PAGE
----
Orange County Resort Get wise about the birds and the beasts, at Kabini

I am surprised how much the kingfisher resembles its bright blue counterpart on the tail of an aeroplane! The stay at the Orange County Resort in Kabini, for a wildlife greenhorn like me, is filled with such ah ha moments.

It is a resort, so beautifully appointed, so decadently luxurious, that it takes your breath away. But, it is not the four poster bed, not the Jacuzzi that comes with your room, nor the elegant spa that is the clincher. The real treat lies outdoors. It is the Nagarhole National Park at your doorstep.

“Ma’am, can you see it, can you see it?” Asks Aniketa, Orange County’s naturalist, in urgent whispers. We are bobbing about in a boat on the Kabini. It is six in the morning. Chandra the boatman/nature encyclopaedia cuts off the engine. I give myself a headache squinting and frantically scrabbling around with the binoculars. Nothing, until a big mound of slush heaves up and slides into the river. ‘It’ is a marsh crocodile. Even before my heartbeat has slowed down, more excited whispers. This time it is the prettier sight of a cormorant feeding its young in a nest. An Osprey with a damaged wing suns itself in the early morning rays and a Peregrine falcon zooms past. I am filling up my notebook with bird names, so I can show off later. A woolly necked stork (‘a rare sighting ma’am’) stands perfectly still and, I spot an oriental honey buzzard, a population of Malabar pied hornbills, and a couple of racket-tailed drongos. Birds no larger than biggish butterflies execute graceful swoops- they are the barn swallows that come all the way from the Himalayan foothills, I am told.

The Orange County resort takes its wildlife seriously. It encourages its guests to do the same. Two safaris, one on the Kabini river, and the other, a jeep ride gets you up close and personal with wonderful creatures. Before we set out, there is a briefing. We are showed the route we will follow on a map. We have to observe jungle etiquette – no talking loudly, no mobiles, and no camera flashes. “We are the guests in the jungle, we should behave politely,” explains Narendran, another naturalist, to some children, and then we are off.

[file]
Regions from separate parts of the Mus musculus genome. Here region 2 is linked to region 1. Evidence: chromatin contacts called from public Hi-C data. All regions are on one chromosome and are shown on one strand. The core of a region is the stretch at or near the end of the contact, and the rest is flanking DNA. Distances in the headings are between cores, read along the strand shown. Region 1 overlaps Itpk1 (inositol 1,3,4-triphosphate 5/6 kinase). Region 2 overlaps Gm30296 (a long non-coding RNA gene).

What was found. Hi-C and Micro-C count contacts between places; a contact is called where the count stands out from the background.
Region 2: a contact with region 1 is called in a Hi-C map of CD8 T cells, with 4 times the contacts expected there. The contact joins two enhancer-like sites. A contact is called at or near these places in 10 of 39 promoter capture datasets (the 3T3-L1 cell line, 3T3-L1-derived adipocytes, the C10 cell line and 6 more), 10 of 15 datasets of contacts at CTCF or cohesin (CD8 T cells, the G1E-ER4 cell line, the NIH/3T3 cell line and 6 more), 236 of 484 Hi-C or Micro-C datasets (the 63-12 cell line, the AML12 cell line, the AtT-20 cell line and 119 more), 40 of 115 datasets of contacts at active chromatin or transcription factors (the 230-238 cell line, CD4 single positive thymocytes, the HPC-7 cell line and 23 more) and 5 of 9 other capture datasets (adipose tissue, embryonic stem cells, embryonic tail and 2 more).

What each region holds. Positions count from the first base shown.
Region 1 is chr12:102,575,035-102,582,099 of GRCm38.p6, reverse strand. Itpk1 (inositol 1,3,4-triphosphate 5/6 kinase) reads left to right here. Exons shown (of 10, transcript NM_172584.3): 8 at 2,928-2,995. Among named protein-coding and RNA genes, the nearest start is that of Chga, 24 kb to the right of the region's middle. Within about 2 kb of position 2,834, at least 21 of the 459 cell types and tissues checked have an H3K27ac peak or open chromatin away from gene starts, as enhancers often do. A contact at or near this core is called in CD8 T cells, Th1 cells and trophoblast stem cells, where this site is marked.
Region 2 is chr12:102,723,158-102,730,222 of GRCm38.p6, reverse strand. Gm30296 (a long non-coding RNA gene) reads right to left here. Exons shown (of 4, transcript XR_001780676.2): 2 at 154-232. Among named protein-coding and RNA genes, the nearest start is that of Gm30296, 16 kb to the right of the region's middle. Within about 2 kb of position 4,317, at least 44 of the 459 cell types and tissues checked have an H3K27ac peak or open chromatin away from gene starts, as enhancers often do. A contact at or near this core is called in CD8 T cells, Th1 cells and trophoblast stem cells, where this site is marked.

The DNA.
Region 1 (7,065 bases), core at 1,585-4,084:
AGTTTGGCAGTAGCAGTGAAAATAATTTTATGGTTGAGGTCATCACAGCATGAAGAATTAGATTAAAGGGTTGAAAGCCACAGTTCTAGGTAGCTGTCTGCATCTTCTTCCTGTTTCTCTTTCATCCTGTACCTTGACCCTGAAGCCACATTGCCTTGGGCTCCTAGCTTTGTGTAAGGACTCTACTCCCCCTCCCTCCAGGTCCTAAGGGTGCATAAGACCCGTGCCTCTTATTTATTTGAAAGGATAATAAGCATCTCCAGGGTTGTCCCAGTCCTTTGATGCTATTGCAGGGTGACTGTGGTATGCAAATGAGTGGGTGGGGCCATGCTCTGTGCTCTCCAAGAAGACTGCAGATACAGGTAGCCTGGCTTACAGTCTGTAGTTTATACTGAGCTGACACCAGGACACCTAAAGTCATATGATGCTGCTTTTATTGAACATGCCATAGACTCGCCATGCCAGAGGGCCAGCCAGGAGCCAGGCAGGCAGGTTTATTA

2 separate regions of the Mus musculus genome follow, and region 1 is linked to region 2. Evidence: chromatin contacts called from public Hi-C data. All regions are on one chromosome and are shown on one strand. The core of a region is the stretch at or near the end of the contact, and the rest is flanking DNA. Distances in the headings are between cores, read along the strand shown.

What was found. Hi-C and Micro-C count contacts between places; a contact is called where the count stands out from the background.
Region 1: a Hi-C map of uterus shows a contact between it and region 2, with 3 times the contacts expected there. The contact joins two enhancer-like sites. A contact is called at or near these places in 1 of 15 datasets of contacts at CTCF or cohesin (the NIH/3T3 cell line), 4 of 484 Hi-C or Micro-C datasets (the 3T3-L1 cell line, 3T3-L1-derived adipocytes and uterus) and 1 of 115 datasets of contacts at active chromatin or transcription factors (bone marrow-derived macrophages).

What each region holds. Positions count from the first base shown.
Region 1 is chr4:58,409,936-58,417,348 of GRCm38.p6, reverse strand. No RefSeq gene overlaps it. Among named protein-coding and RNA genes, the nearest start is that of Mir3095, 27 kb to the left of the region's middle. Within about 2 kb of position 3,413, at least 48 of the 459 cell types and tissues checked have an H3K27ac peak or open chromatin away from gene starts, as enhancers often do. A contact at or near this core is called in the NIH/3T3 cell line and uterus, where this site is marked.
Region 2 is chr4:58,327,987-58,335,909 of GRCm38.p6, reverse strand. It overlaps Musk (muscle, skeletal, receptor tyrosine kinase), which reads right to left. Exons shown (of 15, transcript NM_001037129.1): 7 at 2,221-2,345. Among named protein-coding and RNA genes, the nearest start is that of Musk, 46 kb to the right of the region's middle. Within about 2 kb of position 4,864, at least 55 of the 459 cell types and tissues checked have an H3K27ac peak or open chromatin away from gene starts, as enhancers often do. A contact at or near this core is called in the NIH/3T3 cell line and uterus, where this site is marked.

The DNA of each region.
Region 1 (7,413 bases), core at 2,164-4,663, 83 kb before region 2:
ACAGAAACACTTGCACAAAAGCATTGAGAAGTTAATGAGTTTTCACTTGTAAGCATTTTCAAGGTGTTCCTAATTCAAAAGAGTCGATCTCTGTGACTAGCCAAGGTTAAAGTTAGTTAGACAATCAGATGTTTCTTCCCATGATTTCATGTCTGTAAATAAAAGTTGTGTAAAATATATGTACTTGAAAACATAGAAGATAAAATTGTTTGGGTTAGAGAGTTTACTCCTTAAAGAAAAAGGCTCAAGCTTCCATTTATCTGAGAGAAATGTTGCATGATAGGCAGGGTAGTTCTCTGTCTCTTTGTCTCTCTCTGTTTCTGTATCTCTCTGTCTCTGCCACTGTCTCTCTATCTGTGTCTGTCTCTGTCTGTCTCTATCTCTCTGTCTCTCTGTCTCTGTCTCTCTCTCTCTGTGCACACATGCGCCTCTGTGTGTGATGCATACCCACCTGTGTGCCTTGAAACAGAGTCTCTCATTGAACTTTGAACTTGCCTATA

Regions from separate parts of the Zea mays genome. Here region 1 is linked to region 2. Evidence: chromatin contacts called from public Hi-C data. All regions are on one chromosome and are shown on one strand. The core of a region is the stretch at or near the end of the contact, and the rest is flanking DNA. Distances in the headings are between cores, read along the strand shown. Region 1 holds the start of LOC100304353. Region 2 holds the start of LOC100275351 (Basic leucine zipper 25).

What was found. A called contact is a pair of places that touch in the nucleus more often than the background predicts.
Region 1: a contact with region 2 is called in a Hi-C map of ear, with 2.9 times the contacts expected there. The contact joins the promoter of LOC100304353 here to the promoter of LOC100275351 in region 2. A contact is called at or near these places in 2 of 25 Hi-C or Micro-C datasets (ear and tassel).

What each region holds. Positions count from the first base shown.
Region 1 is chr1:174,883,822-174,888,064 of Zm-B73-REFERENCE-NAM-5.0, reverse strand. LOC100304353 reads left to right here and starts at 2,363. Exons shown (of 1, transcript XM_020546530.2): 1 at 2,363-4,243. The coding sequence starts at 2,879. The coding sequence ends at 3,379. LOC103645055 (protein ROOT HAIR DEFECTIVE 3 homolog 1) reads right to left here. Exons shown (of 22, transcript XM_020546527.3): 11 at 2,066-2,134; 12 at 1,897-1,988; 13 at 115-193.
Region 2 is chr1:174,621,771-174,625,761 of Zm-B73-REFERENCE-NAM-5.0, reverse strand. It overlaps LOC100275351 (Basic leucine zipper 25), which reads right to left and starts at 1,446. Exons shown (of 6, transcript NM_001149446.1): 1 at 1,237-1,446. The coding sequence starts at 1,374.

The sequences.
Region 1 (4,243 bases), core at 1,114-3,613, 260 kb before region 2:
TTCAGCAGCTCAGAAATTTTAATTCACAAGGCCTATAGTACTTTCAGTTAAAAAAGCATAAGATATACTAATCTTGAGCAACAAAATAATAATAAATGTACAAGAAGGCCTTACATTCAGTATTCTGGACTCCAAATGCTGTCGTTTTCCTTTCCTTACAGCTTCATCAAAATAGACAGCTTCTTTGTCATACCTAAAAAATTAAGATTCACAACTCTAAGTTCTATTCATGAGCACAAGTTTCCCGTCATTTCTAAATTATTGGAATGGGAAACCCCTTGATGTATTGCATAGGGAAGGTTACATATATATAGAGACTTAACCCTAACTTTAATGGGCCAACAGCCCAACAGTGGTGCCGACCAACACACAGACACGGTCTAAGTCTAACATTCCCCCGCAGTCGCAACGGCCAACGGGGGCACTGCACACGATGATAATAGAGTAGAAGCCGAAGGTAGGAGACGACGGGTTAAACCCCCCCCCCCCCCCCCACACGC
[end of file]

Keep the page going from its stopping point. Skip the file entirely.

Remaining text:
Somewhere deep inside the forest, we come to a halt. Narendran has heard/spotted something. He stands rock still as we look anxiously at him. “The Malabar Giant Squirrel, two of them,” he breathes. They are the largest in the world we learn. Spotted deer are in plenty, still they are a lovely sight. Suddenly, we hear a barking. It could be an alarm call from the sambar deer about an approaching tiger, perhaps. There is no tiger sighted, but we see a huge herd of massive bisons, some wild boar and best of all, a family of elephants making its leisurely way to the river bank where bamboo clumps creak musically. A rainbow arches in the background - a perfect finishing touch.

The Orange County Resort is careful not to be an intrusive neighbour. When I complain about the dining room lights being too dim to read in, a staffer explains - the animals can see us across the river, and they don’t appreciate blazing lights. The perfect way to kill an afternoon here is to head to the resort’s reading room. It is the best place in the world to spend with books. Every time you look up from your page, you see the flowing river and the dense jungles beyond. Sink into a sofa, and order yourself a spectacular sunset and a coffee made with the best berries from the resort’s estates in Coorg. I pick up Kenneth Anderson’s Tales from the Indian Jungle, the perfect wildlife whodunit. Life will never be the same again.

Getting there

The Orange County Kabini Resort is located in the state of Karnataka. It is 275 Kms from Bangalore, 250 Kms from Kozhikode and 90 Kms from Mysore.

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